Lids 4 Kids program has won the Waste Reduction Award in the City’s Community Green Achiever Awards.
The Community Green Achiever Awards recognise and celebrate community-led action that promotes sustainability, supports biodiversity and protects our environment.
Plant pots, clipboards, bowls, pens, earrings and phone holders are some of the everyday items that plastic lids are being recycled into, as part of the Lids4Kidsinitiative.
The innovative project sees the lifespan of plastic lids, used for milk, water and soft drink containers, extended from days – or even mere minutes – to a much longer term, minimising the devastating impact single use plastic is having on our environment.
Why can’t lids be recycled in your yellow-lid wheelie bin?
Plastic lids that are smaller than a credit card fall through the gaps in material recovery facilities and go to landfill, so can’t be recycled through your yellow-lid bin.
Lids4Kids is a not-for-profit organisation founded in Canberra by Tim Miller, which sees plastic lids turned into useful products.
Initially, the lids were provided to Envision Hands to create children’s mobility aids. However, despite the organisation’s efforts, the mobility aids produced from recycled lids did not meet internal quality standards, so the project ceased.
Lids4Kids closes the gap between households and recyclers to help keep small recyclable items out of landfill.
As with many organisations the pandemic stalled some of Lids4Kids’ operations, however 2022 is seeing a resurgence in households and businesses collecting lids, which are then channelled into various recycling projects.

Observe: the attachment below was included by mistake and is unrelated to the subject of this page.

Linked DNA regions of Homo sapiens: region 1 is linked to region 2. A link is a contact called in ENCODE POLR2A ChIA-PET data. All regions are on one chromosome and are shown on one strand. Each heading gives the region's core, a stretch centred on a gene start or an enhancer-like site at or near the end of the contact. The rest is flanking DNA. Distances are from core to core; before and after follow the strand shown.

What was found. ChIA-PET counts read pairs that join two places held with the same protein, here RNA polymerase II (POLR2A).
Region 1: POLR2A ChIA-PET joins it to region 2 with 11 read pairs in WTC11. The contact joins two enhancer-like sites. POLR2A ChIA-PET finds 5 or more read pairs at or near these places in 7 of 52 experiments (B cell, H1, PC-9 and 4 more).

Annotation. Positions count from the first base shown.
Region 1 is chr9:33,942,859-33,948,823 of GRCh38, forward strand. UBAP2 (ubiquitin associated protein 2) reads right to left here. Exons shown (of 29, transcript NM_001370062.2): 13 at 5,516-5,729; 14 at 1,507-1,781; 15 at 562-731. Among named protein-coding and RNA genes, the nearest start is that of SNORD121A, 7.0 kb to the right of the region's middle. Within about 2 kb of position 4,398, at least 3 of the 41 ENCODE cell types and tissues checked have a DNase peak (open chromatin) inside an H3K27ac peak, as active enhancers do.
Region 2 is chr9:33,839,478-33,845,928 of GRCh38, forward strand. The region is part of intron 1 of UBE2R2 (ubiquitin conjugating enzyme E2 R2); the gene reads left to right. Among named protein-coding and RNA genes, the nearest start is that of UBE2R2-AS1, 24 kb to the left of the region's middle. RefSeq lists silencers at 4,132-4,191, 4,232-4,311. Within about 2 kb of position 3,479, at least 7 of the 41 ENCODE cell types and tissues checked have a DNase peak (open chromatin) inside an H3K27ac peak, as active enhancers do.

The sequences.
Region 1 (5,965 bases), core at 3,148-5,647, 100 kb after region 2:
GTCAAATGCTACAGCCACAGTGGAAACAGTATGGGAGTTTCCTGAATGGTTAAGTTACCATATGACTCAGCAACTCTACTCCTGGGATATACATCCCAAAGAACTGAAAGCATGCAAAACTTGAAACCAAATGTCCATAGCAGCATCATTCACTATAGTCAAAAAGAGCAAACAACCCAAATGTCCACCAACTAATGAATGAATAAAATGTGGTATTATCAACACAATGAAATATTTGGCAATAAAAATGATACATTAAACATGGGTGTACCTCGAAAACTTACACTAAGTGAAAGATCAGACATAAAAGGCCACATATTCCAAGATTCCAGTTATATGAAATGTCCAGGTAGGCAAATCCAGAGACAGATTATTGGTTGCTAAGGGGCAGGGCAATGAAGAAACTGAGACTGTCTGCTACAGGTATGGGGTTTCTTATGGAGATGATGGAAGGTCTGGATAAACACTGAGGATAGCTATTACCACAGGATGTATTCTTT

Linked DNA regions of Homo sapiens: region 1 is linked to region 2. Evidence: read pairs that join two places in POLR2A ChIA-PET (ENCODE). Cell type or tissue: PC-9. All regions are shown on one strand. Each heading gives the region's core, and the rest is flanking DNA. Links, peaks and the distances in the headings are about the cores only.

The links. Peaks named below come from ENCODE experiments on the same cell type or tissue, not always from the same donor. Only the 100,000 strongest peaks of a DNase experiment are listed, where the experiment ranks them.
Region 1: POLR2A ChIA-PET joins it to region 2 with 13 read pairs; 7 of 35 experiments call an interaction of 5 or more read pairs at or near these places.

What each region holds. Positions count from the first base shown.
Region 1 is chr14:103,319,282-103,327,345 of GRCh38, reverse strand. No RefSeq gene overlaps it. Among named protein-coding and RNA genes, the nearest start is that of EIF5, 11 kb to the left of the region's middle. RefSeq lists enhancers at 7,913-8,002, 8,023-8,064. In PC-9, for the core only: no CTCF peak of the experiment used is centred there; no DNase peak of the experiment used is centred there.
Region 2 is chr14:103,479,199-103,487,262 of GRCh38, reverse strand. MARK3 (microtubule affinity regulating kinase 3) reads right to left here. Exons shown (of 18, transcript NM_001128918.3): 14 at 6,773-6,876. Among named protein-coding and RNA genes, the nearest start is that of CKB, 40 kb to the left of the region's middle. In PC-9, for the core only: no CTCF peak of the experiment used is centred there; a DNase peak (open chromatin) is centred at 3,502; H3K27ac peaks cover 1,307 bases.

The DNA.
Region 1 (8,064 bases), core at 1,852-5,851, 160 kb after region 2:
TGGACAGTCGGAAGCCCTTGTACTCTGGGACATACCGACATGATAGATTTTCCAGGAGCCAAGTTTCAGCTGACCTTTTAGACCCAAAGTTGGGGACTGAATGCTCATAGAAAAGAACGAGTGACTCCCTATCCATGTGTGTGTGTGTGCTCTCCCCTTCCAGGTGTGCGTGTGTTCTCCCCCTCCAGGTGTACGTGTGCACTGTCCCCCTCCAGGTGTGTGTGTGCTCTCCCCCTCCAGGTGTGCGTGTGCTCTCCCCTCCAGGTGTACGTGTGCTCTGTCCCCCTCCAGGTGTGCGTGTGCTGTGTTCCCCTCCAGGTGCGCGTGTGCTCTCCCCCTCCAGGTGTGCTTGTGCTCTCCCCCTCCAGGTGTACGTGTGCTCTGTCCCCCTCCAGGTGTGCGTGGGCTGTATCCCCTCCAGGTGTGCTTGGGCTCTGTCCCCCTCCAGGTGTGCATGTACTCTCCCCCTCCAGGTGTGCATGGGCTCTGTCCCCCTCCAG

What plastic lids can be dropped off for recycling?
Any plastic lids from milk bottles, disposable water, juice and soft drink bottles (including pop tops) as well as UHT milk cartons. You just need to make sure they’re clean, dry and remove any white foam inserts if there are any. Place them in a recycled bag or box and sort them by colour if you can.
Plastic bread tags, medicine blister packs, soft drink pull tabs, beer bottle tops, wine bottle and other aluminium tops and corks are also accepted. Washed aluminium coffee pods that have had the coffee grounds removed can also be donated.
Lids larger than a credit card, such as disposable coffee cups, spreads (such as vegemite), and sauce bottles cannot be accepted.
Sorting and recycling plastic lids
Rescued lids are sorted and diverted to a number of different recycling channels depending on the type of plastic and colour.
Bright coloured plastic lids made from plastic type #4 (the number you sometimes see in the recycling triangle) are remade into new products, including combs, coasters, clipboards and phone holders, by Ballarat-based company Zero Plastics Australia.
It takes around 220 lids to make an A4 clipboard, 12 to 15 lids to make a coaster and around 19 to make a comb. Watch the shredding, melting and moulding process
These same lids are also used by Queenscliffe’s Southern OceanEnvironment Link for educational programs.
Washed and sorted soft drink and other small lids made from plastic type #2 are forwarded to Precious Plastics in Melbourne to make items such as egg cups and bowls.